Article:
The practices that invisible DSOs value most

Feb. 12, 2020
Invisible dental support organizations now quietly own parts of thousands of practices across the country and new IDSOs are being formed every month. This is not a fad. It is accelerating.

The mutual goal of a doctor with an invisible dental support organization (IDSO) is to accelerate practice growth and profitability using the silent partner’s extensive resources and the doctor’s proven brand leadership and management. IDSOs now quietly own parts of thousands of practices across the country and new IDSOs are being formed every month. This is not a fad. It is accelerating. Over $300,000,000 in these transactions will be closed in the next quarter. 

Now is the time to understand the IDSO option 

These silent yet active dental support organizations (DSOs) are now officially operating in all 50 states. We know because we at Large Practice Sales just sold a large specialty practice that operates in the two Western states that were holding out on the idea of an IDSO. This practice achieved a value of about three times annual collections and is a microcosm of what an IDSO values most in a partner. 

Practice profile

The practice doctors are in their early 60s, 40s, and 30s. The practice is growing both top and bottom lines at over 10% per year. The team turnover is low, the margins are high, and the patient satisfaction surveys are superior to all others in their region. The practice’s new IDSO partner believes that its infrastructure and resources will enable the practice to grow even faster. The doctors are excited to offload much of the daily administrative burdens and focus more on patient care and satisfaction.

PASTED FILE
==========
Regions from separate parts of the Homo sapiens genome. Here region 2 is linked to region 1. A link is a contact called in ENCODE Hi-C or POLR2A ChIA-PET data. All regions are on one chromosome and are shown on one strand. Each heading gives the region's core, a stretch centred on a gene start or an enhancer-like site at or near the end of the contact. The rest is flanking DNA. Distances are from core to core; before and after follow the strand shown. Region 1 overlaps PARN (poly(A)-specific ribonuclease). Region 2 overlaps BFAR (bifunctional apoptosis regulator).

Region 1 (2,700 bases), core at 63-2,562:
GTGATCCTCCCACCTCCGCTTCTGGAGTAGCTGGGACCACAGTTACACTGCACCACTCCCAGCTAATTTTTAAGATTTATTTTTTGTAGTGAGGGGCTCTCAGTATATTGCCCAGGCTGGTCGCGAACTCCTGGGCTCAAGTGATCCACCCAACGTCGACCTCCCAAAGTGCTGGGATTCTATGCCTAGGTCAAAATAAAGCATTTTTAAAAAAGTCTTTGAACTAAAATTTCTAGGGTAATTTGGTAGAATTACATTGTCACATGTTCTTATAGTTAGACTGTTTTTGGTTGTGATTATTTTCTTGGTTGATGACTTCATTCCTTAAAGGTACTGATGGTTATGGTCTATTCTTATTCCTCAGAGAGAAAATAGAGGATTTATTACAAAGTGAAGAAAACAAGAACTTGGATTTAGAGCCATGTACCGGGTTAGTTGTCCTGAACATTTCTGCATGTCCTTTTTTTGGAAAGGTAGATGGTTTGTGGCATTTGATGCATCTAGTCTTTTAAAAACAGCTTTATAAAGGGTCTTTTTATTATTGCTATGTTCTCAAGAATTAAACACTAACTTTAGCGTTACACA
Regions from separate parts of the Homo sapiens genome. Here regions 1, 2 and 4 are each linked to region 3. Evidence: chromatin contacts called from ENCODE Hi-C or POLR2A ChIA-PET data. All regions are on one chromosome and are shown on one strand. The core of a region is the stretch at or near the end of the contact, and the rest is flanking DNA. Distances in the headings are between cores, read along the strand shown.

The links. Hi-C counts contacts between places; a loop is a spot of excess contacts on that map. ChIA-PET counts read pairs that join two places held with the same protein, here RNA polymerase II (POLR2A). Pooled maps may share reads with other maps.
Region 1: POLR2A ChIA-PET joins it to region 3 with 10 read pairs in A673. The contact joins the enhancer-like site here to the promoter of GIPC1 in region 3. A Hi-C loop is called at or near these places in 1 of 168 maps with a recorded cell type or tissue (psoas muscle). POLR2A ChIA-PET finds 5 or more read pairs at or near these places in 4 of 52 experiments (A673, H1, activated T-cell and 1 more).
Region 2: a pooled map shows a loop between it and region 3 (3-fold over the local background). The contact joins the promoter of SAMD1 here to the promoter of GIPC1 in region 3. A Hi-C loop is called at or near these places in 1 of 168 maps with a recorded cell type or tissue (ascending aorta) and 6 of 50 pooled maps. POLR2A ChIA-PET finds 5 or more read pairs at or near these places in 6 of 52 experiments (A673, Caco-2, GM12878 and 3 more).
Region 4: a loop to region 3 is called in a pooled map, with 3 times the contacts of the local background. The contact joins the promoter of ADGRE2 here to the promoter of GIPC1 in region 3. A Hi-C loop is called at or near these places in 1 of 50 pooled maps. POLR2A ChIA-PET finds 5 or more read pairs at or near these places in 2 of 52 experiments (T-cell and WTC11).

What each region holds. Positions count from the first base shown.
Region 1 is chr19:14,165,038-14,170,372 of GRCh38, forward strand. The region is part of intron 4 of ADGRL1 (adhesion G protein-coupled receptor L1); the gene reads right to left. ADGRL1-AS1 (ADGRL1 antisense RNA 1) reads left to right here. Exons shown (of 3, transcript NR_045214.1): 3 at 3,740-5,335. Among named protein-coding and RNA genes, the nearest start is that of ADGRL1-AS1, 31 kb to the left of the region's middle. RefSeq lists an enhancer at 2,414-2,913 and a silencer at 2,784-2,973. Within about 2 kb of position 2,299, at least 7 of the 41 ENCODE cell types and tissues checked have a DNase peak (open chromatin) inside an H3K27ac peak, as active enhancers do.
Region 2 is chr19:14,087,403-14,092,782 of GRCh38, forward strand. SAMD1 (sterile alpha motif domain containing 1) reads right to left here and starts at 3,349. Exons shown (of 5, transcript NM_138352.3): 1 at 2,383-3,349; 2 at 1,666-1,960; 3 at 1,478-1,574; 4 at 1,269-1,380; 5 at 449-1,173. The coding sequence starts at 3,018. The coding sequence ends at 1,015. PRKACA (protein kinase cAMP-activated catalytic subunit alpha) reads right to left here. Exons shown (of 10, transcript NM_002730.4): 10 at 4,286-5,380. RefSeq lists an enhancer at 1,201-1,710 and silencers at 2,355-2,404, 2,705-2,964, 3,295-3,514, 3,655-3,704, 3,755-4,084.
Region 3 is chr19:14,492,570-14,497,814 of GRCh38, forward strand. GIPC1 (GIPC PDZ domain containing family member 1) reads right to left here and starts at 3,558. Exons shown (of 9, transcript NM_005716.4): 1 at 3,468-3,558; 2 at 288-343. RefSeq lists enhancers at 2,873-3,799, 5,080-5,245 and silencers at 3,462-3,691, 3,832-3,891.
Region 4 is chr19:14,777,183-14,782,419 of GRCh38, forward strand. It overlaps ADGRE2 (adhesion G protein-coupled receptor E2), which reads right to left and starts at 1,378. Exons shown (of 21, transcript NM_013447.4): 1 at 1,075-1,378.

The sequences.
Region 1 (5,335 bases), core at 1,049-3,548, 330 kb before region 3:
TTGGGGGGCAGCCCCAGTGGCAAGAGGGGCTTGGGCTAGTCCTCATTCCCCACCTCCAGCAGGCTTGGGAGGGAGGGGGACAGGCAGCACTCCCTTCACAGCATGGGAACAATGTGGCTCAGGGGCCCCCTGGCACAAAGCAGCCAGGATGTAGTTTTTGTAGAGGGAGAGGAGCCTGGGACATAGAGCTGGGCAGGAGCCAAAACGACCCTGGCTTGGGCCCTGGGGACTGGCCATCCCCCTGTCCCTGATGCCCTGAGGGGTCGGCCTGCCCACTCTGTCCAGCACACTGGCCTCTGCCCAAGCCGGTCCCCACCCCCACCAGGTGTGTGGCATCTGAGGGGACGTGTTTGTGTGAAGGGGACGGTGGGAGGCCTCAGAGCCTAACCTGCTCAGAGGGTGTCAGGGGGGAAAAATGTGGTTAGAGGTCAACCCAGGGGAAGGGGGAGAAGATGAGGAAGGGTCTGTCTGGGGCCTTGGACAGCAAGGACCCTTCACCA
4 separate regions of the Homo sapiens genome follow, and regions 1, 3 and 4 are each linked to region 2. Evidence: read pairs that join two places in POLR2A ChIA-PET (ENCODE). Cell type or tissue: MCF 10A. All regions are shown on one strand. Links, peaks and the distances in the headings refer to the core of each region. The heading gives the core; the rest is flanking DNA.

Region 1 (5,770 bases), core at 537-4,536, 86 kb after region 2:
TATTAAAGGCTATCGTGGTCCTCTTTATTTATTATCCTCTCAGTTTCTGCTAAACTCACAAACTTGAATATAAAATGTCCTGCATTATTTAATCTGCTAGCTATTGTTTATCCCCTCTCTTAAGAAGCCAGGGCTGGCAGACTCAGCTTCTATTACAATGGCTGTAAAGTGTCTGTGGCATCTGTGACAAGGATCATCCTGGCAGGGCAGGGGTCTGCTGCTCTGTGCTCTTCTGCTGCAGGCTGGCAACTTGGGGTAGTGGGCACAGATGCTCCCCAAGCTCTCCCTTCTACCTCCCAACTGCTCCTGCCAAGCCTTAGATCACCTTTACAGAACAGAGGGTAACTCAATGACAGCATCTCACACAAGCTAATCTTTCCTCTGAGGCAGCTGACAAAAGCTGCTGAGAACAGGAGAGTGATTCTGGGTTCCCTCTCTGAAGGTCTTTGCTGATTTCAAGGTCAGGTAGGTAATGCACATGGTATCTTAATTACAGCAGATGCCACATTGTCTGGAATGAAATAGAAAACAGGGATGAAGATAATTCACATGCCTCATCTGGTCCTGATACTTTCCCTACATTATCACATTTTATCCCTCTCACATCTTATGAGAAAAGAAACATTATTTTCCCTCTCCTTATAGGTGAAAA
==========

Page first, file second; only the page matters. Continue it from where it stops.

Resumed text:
The transaction was fairly typical, with the doctors selling 70% of the practice for cash now (at favorable tax rates) and the owner doctors retaining equity in the practice and in the acquiring partner. In addition, a path was created for the associate doctors to become owners. As a group, all of the doctors have significant upside profit opportunity from the retained equity in their practice, but also a potentially larger long-term gain from the value created when the acquiring partner sells or recapitalizes in the future. 

Organized systems are critical